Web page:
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Chemical Elements

Yttrium

YF3, monazite, transition elements, ytterbium, rare earth minerals

Yttrium, symbol Y, silver-white metallic element with an atomic number of 39. Yttrium is one of the transition elements of the periodic table. The elements yttrium, ytterbium, terbium, and erbium were all named for the town of Ytterby in Sweden, the location of a quarry that yielded several rare earth elements.

Yttrium was isolated by the Swedish chemist Carl Gustav Mosander in 1843. Yttrium metal can be prepared by the reduction of yttrium triflouride (YF3) with calcium. It oxidizes readily in air to the oxide Y2O3 and dissolves in hot water to form the hydroxide Y(OH)3. Yttrium ranks about 29th in abundance of the elements in Earth's crust. Yttrium is found as an oxide in rare earth minerals such as monazite and bastnasite. It is used extensively in phosphors employed in color television tubes.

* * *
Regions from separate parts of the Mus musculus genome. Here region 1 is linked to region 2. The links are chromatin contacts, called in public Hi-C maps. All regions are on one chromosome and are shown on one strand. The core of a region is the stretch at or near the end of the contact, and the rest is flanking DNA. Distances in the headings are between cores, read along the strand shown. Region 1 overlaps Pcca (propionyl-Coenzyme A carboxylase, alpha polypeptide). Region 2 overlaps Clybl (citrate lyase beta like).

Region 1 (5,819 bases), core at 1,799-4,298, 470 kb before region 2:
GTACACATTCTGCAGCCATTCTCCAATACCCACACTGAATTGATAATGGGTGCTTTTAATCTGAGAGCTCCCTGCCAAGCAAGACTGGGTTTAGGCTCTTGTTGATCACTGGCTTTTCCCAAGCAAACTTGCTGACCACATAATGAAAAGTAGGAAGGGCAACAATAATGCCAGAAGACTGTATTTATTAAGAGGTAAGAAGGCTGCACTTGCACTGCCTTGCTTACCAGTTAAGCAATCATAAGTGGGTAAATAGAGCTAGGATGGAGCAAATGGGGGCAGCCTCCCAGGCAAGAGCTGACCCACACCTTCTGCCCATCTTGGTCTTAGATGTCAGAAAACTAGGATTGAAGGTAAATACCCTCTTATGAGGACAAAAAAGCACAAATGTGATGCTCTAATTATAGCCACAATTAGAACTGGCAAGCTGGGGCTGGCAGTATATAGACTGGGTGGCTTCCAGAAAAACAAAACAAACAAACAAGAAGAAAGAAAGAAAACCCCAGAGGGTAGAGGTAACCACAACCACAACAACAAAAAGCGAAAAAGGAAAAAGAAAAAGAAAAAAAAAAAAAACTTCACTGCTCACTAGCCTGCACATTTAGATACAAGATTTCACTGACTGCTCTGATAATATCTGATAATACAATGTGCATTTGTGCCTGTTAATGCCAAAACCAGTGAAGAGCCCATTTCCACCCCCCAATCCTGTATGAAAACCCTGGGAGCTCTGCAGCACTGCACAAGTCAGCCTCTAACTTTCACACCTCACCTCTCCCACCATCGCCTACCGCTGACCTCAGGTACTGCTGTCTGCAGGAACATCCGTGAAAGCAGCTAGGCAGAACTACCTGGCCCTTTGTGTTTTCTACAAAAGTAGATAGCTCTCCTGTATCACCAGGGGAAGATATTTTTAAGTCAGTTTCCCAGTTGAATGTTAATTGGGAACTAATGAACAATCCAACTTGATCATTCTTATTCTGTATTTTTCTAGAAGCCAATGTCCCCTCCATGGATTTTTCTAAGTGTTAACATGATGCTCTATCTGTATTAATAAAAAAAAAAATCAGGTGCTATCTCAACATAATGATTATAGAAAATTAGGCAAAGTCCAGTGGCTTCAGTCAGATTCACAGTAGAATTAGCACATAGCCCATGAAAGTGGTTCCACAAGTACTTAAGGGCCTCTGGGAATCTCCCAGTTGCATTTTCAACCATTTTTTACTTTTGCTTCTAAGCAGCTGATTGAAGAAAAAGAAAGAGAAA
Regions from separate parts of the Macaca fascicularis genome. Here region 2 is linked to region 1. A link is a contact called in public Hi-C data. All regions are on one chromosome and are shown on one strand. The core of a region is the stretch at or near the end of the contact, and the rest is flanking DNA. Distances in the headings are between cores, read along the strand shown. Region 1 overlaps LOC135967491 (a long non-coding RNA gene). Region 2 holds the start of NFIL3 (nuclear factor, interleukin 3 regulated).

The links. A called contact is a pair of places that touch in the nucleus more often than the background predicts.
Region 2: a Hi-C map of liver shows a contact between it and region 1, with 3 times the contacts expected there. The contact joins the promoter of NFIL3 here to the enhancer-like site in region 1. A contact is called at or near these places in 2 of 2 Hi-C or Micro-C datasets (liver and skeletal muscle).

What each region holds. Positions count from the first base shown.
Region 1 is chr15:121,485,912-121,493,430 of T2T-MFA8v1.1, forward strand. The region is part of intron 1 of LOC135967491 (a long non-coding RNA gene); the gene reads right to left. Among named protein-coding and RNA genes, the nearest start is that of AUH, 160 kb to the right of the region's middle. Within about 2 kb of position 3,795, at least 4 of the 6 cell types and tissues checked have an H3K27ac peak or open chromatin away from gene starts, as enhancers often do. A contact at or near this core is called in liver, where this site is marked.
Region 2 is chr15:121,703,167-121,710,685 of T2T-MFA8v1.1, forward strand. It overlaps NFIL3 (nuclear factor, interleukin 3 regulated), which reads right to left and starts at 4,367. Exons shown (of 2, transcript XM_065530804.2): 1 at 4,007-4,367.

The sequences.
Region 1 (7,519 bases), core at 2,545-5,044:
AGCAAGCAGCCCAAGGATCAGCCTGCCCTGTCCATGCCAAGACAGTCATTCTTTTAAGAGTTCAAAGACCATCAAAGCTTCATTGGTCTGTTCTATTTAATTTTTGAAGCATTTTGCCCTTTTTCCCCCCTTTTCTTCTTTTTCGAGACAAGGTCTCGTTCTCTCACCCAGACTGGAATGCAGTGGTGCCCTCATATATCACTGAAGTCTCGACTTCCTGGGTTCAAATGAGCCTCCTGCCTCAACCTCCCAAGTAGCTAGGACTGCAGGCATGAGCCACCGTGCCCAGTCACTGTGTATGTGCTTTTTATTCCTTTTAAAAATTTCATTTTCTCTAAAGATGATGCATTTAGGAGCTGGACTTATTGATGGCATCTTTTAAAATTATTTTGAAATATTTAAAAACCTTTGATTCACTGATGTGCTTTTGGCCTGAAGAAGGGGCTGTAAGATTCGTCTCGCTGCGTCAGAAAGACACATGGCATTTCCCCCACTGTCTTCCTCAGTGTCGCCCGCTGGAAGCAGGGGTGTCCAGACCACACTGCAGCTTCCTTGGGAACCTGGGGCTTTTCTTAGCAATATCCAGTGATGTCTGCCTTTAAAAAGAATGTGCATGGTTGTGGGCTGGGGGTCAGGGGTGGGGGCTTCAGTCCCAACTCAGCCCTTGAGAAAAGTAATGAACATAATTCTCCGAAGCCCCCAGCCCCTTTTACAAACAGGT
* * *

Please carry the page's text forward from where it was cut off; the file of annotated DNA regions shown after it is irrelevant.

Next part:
Yttrium melts at about 1522C (about 2772F), boils at about 3345C (about 6053F), and has a specific gravity of 4.47. The atomic weight of yttrium is 88.906. Yttrium is sometimes included among the rare earth elements.



Article key phrases:

YF3, monazite, transition elements, ytterbium, rare earth minerals, rare earth elements, phosphors, atomic number, periodic table, quarry, calcium, crust, abundance, specific gravity, hot water, Sweden, elements, OH, air, location

 
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